NORMAN — For the first time since the 2015 season, the Sooners have a battle for the starting quarterback job in August. And according to head coach Lincoln Riley, the competition has been intense — and even — through the initial seven practices of training camp.
Redshirt junior Kyler Murray and redshirt sophomore Austin Kendall are engaged in a fight to take over for Baker Mayfield, last year’s Heisman Trophy winner and No. 1 overall NFL Draft pick.
Following in Mayfield’s footsteps is not an enviable task. All OU’s sixth Heisman winner did in his collegiate career is finish second in FBS history in passing efficiency rating (175.4; the record is 175.6), third in yards per attempt (9.7), tied for fourth in touchdown passes (131), fifth in total offense (15,690 yards) and seventh in passing yards (14,607). He also set the FBS record for consecutive games with at least two TD passes (each of his final 27 contests) and owns Big 12 career records for yards per pass attempt, consecutive games with at least one TD pass (40) and touchdowns responsible for (153) while ranking second in league’s history in passing TDs, passing efficiency rating and total offense.
OU is in the rare position of having primary backup quarterbacks in consecutive seasons competing against each other for the starting job in their third years on campus. Kendall was Mayfield’s backup as a true freshman in 2016 when Murray had to sit out following his transfer from Texas A&M. Last year, Murray was behind Mayfield on the depth chart while Kendall redshirted.
So with just 21 days until the season opener against Florida Atlantic in Norman, how have Murray and Kendall fared the first week of camp?
“I would say they’re both playing the way I expected them to play,” said Riley after Friday’s practice. “Both have been sharp; you can kind of feel them pushing each other. Seems like one guy will come make a play or have a good period or this or that, and then the other guy responds. There hasn’t been any major separation by any stretch. It’s been quality play by both of those guys.
“They just kind of seem to keep one-upping each other, which is how it should be. So you like that they’re competing at a high level, but they’re also not trying to do too much. I would say the last couple of days have been two of their best practices.”
“They’re both quite a bit better than they were in the spring right now,” Riley continued. “They just kind of seem to keep one-upping each other, which is how it should be. So you like that they’re competing at a high level, but they’re also not trying to do too much. I would say the last couple of days have been two of their best practices.”
Amazingly, Murray was more efficient as a passer last season than was Mayfield — the guy who holds the top two single-season passing efficiency ratings in major college football history. Murray completed 18 of his 21 throws for 359 yards and three touchdowns without an interception in seven games last year. He boasted an eye-popping 276.5 efficiency rating to Mayfield’s record-setting 198.9 mark, but of course didn’t have near enough pass attempts to qualify in the category.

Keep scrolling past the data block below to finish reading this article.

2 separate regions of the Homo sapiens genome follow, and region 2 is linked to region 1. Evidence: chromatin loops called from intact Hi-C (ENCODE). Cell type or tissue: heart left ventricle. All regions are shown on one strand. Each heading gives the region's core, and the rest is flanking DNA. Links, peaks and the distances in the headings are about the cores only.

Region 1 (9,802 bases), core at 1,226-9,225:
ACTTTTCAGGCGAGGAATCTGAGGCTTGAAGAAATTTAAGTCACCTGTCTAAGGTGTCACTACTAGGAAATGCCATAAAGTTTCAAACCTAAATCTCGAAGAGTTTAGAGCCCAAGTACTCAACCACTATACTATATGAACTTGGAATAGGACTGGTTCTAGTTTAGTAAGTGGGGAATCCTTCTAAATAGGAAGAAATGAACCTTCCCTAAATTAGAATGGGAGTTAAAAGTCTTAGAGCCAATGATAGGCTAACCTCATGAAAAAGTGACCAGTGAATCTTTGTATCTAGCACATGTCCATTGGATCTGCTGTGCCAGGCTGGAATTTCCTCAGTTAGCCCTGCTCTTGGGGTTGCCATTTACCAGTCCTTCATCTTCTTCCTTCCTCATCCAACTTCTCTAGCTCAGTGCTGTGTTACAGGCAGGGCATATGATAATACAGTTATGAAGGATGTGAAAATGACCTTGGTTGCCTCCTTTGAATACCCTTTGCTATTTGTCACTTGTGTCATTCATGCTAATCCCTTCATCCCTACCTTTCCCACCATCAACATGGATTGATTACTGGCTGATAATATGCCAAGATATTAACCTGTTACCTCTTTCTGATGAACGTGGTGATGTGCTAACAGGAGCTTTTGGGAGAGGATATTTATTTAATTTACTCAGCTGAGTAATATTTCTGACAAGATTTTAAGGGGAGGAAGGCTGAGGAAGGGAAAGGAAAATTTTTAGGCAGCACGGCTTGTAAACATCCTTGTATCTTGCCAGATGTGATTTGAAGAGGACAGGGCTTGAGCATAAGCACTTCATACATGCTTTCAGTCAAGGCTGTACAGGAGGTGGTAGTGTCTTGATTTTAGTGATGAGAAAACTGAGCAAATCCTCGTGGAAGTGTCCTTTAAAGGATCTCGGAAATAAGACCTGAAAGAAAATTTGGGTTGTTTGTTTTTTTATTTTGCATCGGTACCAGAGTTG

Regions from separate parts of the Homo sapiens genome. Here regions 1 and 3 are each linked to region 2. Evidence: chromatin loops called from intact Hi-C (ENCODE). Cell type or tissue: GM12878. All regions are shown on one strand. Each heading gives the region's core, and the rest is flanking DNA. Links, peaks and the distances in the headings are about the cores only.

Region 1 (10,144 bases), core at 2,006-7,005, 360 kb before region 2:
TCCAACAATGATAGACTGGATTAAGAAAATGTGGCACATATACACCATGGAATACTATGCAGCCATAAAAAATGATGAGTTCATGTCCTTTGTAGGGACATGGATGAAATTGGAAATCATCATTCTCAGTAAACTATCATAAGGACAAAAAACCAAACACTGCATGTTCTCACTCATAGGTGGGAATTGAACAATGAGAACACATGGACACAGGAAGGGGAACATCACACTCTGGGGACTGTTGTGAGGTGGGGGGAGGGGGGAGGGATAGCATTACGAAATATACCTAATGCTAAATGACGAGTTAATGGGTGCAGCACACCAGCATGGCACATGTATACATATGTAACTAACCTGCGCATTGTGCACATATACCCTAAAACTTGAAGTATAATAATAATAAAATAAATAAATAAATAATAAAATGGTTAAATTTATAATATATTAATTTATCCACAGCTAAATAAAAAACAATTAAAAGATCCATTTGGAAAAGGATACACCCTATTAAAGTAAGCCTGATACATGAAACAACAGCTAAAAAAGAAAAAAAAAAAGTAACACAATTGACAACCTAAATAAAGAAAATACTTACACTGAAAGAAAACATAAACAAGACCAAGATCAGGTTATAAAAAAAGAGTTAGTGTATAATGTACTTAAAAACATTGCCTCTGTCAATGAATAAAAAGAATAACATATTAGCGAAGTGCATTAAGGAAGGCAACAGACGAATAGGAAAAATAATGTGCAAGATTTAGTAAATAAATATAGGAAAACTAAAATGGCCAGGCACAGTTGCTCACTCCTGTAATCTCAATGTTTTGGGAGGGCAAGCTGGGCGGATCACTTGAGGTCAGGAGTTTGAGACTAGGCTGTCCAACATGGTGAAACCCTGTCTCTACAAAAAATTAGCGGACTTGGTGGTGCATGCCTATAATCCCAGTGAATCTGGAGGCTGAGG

Murray also ran 14 times for 142 yards (10.1 average). Included was a 66-yard dash on the first play of the game against West Virginia in OU’s home finale.
Kendall played in two games in 2016 and completed 16 passes for 143 yards, both of which set true freshman records for the 18-year tenure of former head coach Bob Stoops. Kendall’s two passing TDs tied Paul Thompson (2002) for the most by a true frosh under Stoops.
During OU’s local media day on July 22, Riley was asked how OU’s 2018 offense could differ based on who wins the starting job. He responded by saying Murray and Kendall aren’t as opposite style wise as people might think.
“They’re not as far apart as it probably seems on the outside,” responded Riley, who is also OU’s quarterbacks coach and play caller. “I think there’s a perception on the outside that Austin’s just a pure pocket guys who’s a statue, and I think there’s probably a perception that Kyler’s a track star who can’t throw the ball very well. Neither one of those are true. So they’re not as far off as what’s made in the public.
“Depending on who wins the job, will we try to tailor (the offense) to what they do best? Of course. But most importantly, they have to be able to execute our base package, and then we’ve got to figure out who the best guy is.”
Freshman Tanner Mordecai is the only other scholarship quarterback on the roster. A four-star recruit by ESPN, which tabbed him as the nation’s No. 151 overall prospect in the 2018 class, Mordecai threw for 4,797 yards and 51 touchdowns (to 13 interceptions) during his Midway High School career in Waco, Texas, and ran for 1,511 yards and 20 scores. He also received offers from Georgia, Oklahoma State, South Carolina and many others.
“Tanner has done a nice job,” said Riley on Friday. “He’s very eager, a very driven kid. He throws the ball extremely well, he’s got a pretty good mind for what we’re doing right now, especially with us throwing so much at him as a young guy. But I like his ability and the way he’s handled things so far. I think he’s got a bright future.”
Redshirt sophomore walk-on Tanner Schafer is in his third year in the program and has also been getting reps during camp. He saw action in last year’s season opener, completing three of his five attempts. Riley says his importance to the team is underrated.
“Tanner Schafer has been steady. He knows our system. He’s done a good job helping mentor Tanner Mordecai, and has been making plays as well. He’s very valuable because he’s so experienced. I have a lot of trust in him.”
OU’s other two quarterbacks are redshirt juniors Reece Clark and Connor McGinnis, neither of whom have seen the field as QBs. McGinnis, however, has served as the team’s holder each of the last two seasons.